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Re: [mythsoc] interesting take on harry potter

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  • Sophie Masson
    WEll, I ve just been running writing workshops with kids, based on things I ve always been interested in myself--folktales, mythical creatures, monsters and
    Message 1 of 11 , Sep 4, 2000
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      WEll, I've just been running writing workshops with kids, based on things
      I've always been interested in myself--folktales, mythical creatures,
      monsters and fairies: and guesswhat? Many more kids are interested in those
      things now, because of the HP books. They fought over my copy of Katherine
      Briggs' A Dictionary of Fairies; they wrote brilliant stories about 16th
      century Venice, alchemists, and the like(my suggestion). The HP thing is not
      a fad; it was created by the children themselves, not by adults--the hype
      has come later. And children arereading beyond it--my own books are enjoying
      something of a renaissance because of it. I don't have to explain anymore
      why I like using traditional stories as a base.
      Let's face it, JK Rowling is not being 'original' ;she is simply reinventing
      tradition. This is an old old way of writing, and a very good one. She is
      not, by any stretch, the best writer working in this field--but she is good.
      This is not Goosebumps, that's for sure.
      As to the complaints about characters--they are archetypes, just as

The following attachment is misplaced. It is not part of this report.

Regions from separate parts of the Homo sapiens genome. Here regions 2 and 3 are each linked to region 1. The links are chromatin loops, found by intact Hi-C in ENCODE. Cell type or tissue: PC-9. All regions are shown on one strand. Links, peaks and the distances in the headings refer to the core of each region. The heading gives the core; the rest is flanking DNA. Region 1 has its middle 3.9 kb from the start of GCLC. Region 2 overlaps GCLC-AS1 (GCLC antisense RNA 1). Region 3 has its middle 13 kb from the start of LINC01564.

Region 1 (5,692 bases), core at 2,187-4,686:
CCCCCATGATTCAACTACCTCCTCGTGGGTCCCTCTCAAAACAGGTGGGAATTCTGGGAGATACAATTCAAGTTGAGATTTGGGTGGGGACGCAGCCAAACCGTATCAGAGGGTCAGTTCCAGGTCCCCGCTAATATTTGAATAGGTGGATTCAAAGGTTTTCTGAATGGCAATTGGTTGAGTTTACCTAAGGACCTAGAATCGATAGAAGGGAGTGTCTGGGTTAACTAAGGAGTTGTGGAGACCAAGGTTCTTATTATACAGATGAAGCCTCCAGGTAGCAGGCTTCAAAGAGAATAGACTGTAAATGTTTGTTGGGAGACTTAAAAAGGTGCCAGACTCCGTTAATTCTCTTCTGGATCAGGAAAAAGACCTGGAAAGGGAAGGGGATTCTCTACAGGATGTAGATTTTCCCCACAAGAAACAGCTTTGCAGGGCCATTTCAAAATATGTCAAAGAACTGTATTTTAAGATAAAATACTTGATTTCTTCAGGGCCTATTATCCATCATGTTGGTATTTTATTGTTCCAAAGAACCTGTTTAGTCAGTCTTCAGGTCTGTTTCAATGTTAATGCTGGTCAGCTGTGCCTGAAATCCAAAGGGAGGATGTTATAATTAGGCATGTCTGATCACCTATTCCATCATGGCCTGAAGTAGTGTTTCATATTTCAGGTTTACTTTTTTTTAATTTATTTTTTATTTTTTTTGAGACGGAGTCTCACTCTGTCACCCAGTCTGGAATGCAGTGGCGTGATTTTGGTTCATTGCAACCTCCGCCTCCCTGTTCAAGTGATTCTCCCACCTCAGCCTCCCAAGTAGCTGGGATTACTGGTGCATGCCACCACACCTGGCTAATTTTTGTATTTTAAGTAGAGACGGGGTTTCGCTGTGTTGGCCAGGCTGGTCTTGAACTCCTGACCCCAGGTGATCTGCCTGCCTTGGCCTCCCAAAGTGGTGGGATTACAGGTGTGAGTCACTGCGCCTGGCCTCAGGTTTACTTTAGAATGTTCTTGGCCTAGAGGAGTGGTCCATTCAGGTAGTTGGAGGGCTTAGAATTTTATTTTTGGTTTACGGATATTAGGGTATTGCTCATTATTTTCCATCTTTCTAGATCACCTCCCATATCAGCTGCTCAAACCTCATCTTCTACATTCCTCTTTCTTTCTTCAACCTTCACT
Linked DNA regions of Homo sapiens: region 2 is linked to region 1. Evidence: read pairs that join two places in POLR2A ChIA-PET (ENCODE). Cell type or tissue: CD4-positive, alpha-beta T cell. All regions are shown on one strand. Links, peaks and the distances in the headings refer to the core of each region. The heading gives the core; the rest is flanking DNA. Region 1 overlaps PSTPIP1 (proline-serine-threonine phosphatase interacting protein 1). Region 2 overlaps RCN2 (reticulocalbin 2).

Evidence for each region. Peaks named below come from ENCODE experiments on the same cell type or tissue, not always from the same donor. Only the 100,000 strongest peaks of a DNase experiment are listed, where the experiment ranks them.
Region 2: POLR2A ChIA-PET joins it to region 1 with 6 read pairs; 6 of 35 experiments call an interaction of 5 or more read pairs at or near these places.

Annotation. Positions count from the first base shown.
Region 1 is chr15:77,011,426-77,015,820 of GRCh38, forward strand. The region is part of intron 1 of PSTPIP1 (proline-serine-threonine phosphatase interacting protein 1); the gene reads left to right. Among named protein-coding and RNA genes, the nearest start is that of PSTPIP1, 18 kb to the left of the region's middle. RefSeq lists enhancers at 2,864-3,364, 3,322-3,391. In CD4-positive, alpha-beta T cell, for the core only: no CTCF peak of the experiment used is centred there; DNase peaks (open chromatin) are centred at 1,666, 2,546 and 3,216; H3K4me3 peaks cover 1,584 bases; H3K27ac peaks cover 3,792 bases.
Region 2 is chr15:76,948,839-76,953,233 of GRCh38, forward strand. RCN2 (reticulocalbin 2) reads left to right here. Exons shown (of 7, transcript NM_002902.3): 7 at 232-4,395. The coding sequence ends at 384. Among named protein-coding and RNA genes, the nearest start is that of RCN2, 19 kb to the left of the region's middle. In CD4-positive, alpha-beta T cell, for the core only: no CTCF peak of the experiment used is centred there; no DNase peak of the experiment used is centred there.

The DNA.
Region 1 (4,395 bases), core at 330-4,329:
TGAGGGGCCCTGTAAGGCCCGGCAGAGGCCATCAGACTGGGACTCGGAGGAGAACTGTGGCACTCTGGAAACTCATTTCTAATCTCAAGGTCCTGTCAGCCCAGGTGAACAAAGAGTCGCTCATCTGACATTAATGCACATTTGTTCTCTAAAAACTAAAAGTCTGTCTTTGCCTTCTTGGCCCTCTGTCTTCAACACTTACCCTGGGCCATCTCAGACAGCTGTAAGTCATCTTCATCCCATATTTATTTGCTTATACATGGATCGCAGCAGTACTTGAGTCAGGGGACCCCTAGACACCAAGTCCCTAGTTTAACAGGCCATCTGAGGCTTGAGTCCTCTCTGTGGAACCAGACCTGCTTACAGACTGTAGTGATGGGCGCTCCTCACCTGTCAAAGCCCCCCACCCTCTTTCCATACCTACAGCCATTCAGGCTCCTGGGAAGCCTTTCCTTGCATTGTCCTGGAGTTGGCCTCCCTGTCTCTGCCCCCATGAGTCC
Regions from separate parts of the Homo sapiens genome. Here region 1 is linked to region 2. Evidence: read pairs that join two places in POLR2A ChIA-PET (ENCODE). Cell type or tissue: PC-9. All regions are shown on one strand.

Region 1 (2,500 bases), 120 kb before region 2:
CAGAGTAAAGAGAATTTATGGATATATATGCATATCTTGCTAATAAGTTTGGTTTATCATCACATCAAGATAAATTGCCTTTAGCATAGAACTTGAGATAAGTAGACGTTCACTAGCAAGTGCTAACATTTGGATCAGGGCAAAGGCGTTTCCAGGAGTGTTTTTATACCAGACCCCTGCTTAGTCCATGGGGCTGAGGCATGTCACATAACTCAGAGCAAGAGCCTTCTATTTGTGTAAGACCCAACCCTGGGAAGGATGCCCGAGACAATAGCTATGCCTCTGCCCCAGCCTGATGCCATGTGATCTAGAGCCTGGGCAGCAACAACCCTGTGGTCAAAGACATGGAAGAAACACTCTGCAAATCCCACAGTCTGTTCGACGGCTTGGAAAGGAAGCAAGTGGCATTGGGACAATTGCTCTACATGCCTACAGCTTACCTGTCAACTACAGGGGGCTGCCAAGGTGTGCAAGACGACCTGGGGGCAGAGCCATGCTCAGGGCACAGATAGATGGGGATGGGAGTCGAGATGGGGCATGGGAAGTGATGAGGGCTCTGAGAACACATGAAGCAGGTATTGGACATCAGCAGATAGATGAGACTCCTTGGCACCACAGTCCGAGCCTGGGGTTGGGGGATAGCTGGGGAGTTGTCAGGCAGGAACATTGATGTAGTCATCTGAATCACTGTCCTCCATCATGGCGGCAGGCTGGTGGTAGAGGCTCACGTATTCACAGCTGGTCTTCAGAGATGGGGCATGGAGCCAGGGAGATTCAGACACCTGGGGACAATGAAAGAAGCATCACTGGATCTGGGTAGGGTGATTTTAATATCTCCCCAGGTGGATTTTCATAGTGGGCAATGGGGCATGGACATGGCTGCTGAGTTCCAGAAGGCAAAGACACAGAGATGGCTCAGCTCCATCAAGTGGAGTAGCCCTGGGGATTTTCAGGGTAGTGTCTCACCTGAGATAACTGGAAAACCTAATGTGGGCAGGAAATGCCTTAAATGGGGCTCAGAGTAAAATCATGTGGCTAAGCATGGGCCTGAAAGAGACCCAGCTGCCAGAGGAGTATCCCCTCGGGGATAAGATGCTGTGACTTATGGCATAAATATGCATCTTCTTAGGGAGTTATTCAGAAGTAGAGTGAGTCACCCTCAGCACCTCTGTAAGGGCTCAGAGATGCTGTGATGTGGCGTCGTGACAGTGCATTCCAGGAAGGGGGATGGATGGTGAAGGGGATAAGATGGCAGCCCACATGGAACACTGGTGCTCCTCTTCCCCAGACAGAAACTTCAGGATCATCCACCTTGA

fairytale characters are. Just as the characters in Lewis or Tolkien are. So
      what? Harry is marked out from birth as the hero with a destiny--all such
      heroes, from Cuchulain to Arthur, have that about them: this kind of still
      quality. The people around them often change much more..
      As to the language--well, the books are not alwaysas inventive in that way
      as they could be--but let's be honest. Is Lewis? Is Tolkien? Always? And one
      must admit her ideas are most inventive, sometimes even brilliant. There's a
      sprightliness, a delight in tradition which I for one find most appealing.
      Sophie
      Author site:
      http://members.xoom.com/sophiecastel/default.htm

      -----Original Message-----
      From: Donander Evre <Ninzian@...>
      To: mythsoc@egroups.com <mythsoc@egroups.com>
      Date: Monday, 4 September 2000 12:58
      Subject: [mythsoc] interesting take on harry potter


      >
      >Ran across this
      >
      >http://news.excite.com/news/uw/000831/entertainment-arts-93
      >
      >which made me sigh with relief that someone else had
      >read the same Harry Potter books that i had. Would be
      >intersted to know what other people think --
      >
      >Nin
      >
      >__________________________________________________
      >Do You Yahoo!?
      >Yahoo! Mail - Free email you can access from anywhere!
      >http://mail.yahoo.com/
      >
      >The Mythopoeic Society website http://www.mythsoc.org
      >